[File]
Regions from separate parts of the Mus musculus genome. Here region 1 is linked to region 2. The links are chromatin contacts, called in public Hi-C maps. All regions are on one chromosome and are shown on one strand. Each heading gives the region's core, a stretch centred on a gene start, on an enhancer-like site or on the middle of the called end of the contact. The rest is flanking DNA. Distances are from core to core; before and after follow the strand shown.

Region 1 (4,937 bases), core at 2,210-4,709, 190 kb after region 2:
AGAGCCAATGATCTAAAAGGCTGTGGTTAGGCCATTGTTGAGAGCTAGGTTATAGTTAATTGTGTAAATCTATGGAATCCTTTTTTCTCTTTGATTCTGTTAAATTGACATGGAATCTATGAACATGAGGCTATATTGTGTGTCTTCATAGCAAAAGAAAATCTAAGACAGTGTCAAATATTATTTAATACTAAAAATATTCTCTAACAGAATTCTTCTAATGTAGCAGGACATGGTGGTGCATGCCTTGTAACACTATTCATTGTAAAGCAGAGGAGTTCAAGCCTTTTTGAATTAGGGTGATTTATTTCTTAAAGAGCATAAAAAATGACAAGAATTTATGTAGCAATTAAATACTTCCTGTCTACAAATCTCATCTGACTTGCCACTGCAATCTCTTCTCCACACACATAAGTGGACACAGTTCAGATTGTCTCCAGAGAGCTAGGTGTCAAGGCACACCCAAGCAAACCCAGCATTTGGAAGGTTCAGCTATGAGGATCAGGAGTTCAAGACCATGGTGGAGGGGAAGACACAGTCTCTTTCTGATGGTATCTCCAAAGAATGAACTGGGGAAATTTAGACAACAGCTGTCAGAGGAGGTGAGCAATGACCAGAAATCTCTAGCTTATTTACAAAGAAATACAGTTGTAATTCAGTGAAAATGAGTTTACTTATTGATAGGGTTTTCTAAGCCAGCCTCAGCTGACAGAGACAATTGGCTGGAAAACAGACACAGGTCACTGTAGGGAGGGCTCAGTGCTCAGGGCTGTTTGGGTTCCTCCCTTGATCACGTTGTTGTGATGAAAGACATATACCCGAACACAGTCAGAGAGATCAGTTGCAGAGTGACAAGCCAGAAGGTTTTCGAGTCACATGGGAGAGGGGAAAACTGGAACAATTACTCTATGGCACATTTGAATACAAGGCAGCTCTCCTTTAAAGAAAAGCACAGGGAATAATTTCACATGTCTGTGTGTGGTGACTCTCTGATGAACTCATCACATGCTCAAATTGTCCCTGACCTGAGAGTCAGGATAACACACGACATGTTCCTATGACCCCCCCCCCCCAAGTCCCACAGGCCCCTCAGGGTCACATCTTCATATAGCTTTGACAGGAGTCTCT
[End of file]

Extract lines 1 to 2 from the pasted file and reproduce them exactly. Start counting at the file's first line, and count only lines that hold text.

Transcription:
Regions from separate parts of the Mus musculus genome. Here region 1 is linked to region 2. The links are chromatin contacts, called in public Hi-C maps. All regions are on one chromosome and are shown on one strand. Each heading gives the region's core, a stretch centred on a gene start, on an enhancer-like site or on the middle of the called end of the contact. The rest is flanking DNA. Distances are from core to core; before and after follow the strand shown.

Region 1 (4,937 bases), core at 2,210-4,709, 190 kb after region 2: